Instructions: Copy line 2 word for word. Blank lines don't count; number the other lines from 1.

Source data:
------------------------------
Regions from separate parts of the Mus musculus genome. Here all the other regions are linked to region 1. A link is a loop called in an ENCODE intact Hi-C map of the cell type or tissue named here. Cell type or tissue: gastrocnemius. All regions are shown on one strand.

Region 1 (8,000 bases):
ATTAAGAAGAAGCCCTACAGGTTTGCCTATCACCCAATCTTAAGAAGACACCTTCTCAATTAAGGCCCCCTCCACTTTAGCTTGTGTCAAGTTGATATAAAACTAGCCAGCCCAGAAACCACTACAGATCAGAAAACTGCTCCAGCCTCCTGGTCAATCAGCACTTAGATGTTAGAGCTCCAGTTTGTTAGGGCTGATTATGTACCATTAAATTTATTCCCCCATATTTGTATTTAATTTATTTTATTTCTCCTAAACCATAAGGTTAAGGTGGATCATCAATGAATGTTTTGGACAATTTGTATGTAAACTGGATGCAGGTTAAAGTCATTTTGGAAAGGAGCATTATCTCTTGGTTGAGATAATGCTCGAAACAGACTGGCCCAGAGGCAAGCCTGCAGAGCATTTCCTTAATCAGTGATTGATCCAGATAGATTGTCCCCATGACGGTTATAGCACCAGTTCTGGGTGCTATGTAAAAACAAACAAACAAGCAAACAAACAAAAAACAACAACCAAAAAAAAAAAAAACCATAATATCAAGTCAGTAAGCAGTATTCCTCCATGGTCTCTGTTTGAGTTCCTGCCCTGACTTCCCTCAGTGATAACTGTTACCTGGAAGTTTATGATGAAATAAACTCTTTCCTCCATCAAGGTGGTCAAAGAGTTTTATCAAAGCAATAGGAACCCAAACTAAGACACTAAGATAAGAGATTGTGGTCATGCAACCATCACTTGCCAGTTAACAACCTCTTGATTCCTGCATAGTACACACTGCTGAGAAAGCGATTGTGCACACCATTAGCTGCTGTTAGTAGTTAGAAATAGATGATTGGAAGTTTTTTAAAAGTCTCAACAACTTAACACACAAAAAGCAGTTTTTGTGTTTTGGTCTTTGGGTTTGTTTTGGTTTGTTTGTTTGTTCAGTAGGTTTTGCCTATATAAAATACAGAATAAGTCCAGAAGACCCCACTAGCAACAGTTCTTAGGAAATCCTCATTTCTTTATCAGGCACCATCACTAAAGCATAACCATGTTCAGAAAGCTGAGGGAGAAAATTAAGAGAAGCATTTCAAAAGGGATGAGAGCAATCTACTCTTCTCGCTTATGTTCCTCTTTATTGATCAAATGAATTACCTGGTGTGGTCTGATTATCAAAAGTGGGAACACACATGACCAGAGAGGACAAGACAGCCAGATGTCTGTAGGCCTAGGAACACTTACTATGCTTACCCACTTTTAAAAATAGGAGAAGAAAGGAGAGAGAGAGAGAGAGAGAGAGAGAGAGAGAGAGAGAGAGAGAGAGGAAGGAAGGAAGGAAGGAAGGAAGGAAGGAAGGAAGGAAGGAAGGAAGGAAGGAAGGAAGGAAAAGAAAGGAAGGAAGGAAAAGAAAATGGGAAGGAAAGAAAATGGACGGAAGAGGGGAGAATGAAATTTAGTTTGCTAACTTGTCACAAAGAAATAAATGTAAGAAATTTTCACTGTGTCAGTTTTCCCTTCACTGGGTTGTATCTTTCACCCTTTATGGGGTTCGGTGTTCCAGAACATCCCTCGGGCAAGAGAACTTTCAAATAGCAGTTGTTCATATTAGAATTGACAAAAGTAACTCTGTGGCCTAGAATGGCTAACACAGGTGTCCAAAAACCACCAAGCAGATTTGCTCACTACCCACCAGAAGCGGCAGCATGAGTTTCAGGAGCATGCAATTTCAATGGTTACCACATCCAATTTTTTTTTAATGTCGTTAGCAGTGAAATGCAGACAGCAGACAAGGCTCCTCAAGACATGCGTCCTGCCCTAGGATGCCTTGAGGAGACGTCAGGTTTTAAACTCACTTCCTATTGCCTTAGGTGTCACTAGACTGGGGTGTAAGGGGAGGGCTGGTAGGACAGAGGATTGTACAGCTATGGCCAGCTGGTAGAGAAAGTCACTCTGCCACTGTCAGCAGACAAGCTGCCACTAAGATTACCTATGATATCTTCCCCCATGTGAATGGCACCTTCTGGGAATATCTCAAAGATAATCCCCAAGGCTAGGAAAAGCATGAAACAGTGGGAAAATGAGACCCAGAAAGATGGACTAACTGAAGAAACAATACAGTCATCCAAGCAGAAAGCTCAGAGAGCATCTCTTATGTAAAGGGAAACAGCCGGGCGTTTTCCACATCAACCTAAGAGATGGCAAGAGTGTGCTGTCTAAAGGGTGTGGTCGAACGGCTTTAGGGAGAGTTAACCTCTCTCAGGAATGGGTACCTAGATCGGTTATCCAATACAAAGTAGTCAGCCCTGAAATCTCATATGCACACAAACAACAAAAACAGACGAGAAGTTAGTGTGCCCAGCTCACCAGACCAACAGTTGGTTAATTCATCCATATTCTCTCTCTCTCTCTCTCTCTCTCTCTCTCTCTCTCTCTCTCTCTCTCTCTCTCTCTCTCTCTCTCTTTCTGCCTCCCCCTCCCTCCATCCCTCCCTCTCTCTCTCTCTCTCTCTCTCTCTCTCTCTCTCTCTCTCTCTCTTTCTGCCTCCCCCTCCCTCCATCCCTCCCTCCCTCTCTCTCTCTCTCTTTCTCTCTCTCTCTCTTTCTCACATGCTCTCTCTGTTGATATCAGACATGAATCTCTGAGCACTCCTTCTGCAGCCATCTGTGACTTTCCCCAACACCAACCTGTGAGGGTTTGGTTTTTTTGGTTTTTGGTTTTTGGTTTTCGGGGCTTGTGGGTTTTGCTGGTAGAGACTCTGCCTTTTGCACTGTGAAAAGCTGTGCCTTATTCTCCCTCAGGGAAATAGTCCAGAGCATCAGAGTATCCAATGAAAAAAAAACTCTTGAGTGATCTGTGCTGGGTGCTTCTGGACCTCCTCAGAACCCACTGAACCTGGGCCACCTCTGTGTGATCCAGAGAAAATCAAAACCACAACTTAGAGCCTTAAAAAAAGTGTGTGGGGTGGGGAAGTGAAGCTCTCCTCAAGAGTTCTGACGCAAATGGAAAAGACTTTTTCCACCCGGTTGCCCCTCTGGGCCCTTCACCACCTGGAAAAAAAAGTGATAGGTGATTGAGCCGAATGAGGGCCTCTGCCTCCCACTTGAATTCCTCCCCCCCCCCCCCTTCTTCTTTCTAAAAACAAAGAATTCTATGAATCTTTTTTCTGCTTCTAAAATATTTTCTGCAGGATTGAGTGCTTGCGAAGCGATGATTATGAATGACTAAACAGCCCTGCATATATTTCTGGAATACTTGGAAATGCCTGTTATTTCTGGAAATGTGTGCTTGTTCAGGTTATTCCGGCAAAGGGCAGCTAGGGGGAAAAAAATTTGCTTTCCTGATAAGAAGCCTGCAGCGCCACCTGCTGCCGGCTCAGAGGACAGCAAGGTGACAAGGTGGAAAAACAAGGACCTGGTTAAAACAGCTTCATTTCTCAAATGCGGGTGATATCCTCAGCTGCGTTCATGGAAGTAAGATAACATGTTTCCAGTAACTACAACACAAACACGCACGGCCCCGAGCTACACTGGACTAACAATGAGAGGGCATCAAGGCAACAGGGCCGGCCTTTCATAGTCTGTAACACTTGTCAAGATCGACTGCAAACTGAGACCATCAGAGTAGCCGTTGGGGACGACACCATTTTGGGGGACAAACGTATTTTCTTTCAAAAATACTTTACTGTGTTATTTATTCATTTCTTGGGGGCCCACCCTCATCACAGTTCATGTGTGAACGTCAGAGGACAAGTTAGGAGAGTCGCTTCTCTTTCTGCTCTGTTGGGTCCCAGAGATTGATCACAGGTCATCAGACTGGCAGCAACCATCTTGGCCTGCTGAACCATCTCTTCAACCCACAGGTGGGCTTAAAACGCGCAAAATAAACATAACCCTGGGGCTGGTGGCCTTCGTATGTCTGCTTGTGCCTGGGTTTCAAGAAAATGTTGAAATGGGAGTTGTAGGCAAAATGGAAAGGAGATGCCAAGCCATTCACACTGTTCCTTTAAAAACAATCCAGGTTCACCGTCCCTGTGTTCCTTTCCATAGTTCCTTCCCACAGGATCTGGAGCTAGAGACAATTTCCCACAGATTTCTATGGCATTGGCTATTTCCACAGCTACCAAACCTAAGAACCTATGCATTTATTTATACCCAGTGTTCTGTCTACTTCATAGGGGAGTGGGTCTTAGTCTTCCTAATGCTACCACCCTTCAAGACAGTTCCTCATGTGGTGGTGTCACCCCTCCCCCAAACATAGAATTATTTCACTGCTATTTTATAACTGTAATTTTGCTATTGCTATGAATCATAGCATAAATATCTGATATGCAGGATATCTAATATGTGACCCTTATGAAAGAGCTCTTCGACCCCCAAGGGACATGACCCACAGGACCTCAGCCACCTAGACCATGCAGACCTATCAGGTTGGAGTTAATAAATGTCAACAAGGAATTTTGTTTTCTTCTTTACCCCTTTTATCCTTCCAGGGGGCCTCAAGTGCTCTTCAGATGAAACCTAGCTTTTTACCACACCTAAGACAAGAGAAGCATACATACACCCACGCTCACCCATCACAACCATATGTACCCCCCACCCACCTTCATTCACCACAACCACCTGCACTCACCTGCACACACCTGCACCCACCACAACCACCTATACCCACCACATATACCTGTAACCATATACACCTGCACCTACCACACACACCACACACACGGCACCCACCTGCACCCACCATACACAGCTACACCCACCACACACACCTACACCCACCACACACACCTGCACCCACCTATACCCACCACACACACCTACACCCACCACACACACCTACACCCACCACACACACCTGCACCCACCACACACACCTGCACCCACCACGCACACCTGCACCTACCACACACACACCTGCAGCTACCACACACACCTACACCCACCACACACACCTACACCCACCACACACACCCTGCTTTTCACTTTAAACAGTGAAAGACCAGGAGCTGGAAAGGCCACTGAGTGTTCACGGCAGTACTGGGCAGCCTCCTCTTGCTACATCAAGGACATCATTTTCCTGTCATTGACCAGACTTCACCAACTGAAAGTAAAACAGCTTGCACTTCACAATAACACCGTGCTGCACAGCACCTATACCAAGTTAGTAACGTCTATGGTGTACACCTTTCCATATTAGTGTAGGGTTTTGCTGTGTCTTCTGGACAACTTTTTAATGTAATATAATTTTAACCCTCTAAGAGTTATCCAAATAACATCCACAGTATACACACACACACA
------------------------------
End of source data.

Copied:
Region 1 (8,000 bases):